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"That is only damage limitation," she said. "Ninety-five percent of the addicts are not healed from the addiction."
Health insurance pays for the bulk of the program, which costs 26 million Swiss francs ($22 million) a year. All residents in Switzerland, which has a population of 7.5 million, are required to have health insurance, with the government paying insurance premiums for those who cannot afford it.
Parliament approved the heroin measure in a revision of Switzerland's narcotics law in March, but conservatives challenged the decision and forced a national referendum under Switzerland's system of direct democracy.
Jo Lang, a Green Party member of parliament from the central city of Zug, said he was disappointed in the failure of the marijuana measure because it means 600,000 people in Switzerland will be treated as criminals because they use cannabis.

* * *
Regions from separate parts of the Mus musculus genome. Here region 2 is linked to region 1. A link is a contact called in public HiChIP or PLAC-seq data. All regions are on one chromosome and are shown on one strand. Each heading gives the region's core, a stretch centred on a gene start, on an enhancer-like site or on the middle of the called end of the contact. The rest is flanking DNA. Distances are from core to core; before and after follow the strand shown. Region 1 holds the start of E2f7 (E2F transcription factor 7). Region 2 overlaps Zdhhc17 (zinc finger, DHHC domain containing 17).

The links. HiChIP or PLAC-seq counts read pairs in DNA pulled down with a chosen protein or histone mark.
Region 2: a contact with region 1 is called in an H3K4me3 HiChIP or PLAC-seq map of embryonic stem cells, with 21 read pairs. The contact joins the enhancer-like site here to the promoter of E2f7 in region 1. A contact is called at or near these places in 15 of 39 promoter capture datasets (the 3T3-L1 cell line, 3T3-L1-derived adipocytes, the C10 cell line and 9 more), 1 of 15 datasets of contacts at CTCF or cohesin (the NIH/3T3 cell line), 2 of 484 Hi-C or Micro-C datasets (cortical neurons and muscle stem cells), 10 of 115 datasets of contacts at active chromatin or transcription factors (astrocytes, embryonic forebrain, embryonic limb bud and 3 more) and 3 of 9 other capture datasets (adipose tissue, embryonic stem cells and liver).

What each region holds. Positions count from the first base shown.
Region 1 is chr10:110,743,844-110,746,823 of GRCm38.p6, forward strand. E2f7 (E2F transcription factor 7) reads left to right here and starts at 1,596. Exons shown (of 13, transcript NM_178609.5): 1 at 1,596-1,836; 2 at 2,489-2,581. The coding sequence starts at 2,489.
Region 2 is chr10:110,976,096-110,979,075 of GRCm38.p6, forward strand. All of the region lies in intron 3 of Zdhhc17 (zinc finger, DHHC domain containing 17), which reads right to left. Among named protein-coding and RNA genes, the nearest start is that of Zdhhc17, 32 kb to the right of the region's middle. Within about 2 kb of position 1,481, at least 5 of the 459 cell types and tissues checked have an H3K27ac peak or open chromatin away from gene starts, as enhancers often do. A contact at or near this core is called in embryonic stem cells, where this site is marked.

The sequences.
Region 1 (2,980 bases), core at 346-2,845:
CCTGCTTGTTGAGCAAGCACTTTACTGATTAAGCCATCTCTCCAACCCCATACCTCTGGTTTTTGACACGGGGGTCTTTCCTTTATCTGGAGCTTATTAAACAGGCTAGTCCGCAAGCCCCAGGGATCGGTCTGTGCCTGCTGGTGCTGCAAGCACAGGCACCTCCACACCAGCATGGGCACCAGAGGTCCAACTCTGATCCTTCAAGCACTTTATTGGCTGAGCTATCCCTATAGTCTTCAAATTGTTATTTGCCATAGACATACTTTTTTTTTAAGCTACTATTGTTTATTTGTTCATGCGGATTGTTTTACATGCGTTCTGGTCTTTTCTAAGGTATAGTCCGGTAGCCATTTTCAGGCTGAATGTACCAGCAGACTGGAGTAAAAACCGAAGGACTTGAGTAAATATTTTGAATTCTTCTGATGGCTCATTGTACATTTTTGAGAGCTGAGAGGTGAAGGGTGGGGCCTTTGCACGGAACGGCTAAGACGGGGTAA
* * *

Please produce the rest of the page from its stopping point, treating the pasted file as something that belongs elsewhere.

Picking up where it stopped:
"People have died from alcohol and heroin, but not from cannabis," Lang said.
The government, which opposed the marijuana proposal, said it feared that liberalizing cannabis could cause problems with neighboring countries.
On a separate issue, 52 percent of voters approved an initiative to eliminate the statute of limitations on pornographic crimes against children before the age of puberty.
The current Swiss statute of limitations on prosecuting pedophile pornography is 15 years. The initiative will result in a change in the constitution to remove that time limit.
Copyright 2008 The Associated Press. All rights reserved. This material may not be published, broadcast, rewritten or redistributed.
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